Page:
Melynda Munro - a feng shui master does Ayurveda
by Sandra Radja
I sat in clinic with Dr Lad and observed that he sometimes only gave a "prescription" that involved principles of home design, known as Vaastu in India and Feng shui in China. Dr Robert Svoboda has called home your "second skin" and ever since I heard him say that, I have thought of my home on a more personal level. It is to be considered in terms of it's state of health as much as my own physical body. And it's a simple idea - home re-decorations make prime tv, people's lives are transformed by teams that come in to remodel their modest abode. Add a splash of paint, bring in some light, donate those things you no longer use and without a doubt you start to feel a spring in your step.
Having many tools in your kit is helpful for when the usual course of events doesn't seem to do the trick. We train as practitioners in a collaborate care model, meaning we refer often when we believe another modality might do the trick. You don't need to know everything to be effective as a healer but you should know who can help when you find the limits of your ability.
Or you can live a life of sheer curiosity and somehow manage to fit many lifetimes into one. Melynda Munro began her career as a Naturopath, then suddenly got an itching to be a detective and then settled on Feng Shui, which appeased her need to metaphorically "dig deeper". She has recently landed on Ayurveda, which is her new love and passion and re-ignited more schooling. When you start a process like Ayurveda, or any approach that turns the spotlight inward, it is natural for the effort you make to start to transform all areas of your life. Your body temple is but a micro in your house temple. Melynda can look at both and see where the chi is stuck. How fun to go through an entire house and body remodel. Imagine a tv show about that......hmmm.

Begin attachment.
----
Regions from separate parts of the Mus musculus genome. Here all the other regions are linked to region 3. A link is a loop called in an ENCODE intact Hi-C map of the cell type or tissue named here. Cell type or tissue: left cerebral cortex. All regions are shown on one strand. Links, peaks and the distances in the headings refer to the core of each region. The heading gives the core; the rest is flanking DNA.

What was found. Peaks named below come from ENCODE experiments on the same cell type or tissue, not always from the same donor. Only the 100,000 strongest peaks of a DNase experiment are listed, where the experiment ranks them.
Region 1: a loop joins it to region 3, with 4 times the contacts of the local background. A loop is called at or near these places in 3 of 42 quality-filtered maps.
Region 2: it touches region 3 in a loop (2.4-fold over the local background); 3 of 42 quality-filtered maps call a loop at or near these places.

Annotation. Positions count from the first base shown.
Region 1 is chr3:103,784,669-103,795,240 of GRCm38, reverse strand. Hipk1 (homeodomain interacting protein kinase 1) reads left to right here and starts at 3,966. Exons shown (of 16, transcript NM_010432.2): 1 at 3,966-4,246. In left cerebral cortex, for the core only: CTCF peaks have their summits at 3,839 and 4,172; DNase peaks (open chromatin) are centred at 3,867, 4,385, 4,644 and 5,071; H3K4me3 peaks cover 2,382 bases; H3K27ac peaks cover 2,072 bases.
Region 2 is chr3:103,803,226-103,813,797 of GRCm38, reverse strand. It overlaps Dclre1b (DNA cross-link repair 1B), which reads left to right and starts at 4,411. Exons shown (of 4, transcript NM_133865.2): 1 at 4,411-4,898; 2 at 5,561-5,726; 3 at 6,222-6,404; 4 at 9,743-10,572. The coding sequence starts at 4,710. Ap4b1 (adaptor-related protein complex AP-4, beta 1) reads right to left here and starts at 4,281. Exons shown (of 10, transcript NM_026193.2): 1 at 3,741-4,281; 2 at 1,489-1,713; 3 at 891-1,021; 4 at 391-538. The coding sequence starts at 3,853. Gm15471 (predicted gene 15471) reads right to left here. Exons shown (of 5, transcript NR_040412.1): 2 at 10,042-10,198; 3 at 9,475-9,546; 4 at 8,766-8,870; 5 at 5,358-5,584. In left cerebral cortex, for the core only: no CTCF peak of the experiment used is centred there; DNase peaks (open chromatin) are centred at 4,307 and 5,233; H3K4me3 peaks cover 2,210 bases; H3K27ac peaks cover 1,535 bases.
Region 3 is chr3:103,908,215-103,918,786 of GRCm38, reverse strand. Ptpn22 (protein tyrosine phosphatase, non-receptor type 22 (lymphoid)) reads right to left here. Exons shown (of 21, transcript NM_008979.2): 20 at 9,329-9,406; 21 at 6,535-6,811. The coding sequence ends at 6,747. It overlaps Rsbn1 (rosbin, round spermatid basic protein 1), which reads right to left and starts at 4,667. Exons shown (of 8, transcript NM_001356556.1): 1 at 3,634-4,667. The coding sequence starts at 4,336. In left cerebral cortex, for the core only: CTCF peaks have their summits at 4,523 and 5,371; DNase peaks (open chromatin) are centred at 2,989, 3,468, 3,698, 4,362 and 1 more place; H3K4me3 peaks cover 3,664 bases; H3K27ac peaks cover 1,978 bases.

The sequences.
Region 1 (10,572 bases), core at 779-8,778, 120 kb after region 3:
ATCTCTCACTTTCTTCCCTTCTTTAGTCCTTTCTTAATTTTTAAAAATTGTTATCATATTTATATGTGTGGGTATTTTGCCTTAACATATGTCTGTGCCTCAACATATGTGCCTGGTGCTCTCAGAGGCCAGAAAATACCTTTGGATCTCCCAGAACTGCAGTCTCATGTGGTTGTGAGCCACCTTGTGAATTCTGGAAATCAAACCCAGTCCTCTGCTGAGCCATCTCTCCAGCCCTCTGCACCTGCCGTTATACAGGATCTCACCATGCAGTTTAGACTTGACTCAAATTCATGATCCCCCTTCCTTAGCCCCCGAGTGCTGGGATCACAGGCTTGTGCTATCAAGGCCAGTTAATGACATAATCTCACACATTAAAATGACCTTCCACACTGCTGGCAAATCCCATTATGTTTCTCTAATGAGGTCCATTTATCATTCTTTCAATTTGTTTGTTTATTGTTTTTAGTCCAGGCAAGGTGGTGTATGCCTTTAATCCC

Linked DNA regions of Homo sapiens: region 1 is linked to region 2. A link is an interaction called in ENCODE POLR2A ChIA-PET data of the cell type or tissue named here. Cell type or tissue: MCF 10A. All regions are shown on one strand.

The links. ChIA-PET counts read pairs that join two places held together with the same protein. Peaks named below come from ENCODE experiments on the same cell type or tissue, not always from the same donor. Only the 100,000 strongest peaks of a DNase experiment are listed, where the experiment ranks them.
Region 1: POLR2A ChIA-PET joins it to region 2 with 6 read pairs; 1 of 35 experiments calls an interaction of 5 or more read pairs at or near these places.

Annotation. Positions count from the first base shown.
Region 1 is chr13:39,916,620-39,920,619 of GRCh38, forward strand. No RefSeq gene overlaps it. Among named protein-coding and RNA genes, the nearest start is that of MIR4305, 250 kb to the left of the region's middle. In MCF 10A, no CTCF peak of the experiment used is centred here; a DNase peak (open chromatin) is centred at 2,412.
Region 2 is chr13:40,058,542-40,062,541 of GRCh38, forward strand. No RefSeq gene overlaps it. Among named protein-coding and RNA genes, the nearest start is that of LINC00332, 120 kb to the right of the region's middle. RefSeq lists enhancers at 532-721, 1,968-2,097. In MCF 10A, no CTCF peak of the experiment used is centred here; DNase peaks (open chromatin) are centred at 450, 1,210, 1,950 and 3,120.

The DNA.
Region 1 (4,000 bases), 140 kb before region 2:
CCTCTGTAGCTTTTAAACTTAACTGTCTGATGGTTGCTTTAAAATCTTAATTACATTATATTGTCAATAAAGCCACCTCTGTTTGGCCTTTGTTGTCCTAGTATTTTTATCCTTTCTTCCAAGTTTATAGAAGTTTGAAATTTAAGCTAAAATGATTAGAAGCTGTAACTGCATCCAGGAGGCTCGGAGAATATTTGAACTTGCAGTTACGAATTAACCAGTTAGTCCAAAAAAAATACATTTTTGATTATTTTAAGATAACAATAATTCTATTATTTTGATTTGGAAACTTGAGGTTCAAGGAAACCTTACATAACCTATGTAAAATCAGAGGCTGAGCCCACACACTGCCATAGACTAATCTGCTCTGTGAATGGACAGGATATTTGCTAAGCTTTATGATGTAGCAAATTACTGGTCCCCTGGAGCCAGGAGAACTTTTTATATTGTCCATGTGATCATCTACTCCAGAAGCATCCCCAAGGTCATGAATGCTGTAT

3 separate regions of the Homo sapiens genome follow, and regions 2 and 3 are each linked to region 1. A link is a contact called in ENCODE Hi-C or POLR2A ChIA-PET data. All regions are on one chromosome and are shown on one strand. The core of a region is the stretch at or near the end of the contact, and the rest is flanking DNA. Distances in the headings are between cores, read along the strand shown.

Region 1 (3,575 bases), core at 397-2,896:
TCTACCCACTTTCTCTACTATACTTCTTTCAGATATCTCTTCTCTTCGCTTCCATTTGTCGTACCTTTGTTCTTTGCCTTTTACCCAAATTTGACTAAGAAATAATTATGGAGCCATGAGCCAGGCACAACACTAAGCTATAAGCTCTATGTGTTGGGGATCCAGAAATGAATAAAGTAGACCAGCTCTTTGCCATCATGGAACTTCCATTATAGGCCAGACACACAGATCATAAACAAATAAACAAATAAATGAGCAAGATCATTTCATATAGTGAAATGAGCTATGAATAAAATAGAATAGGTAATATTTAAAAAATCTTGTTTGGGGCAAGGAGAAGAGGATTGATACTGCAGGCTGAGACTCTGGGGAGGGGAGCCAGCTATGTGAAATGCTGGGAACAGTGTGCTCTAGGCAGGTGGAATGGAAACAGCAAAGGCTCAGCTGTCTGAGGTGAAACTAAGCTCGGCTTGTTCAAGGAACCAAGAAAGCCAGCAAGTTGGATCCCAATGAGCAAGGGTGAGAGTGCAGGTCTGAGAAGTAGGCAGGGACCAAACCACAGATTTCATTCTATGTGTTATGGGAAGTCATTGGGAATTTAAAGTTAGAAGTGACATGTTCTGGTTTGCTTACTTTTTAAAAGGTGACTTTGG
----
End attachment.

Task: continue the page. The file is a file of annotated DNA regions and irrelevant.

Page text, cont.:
1. You've been a Naturopath for over 30 years. Why were you drawn to studying Ayurveda?
I have been interested in Ayurveda for about the last 25 or more years as a result of reading a book on Ayurveda and the pulses. I spent quite a bit of time practicing these pulses on friends and clients trying to get a good picture of what they had to offer, however I realized that I needed a teacher, and as there was no one at that time in Australia who was teaching, my only option was to head to India which was not feasible or desirable. So I put the book down and waited until the time was right and the teacher and teachings were available.
I think any decent health professional will have periods of time where they question their own effectiveness in the clients they are attracting and of course the longer we are assisting people the trickier and more chronic are the problems they present us with. Some clients will just look for better and stronger nutrients or herbs, but I was looking for a more comprehensive system that had more focus on the cause and how to both prevent that cause and treat it when it had occurred. So when someone close to me started showing signs of a degenerative health condition, my suggestion was to see an Ayurveda practitioner. So I accompanied my friend to this appointment and wow my eyes were opened to deeper and subtler levels of Ayurveda. I also realised at my age and stage of life I wanted something more for management of my own health, and so my journey began.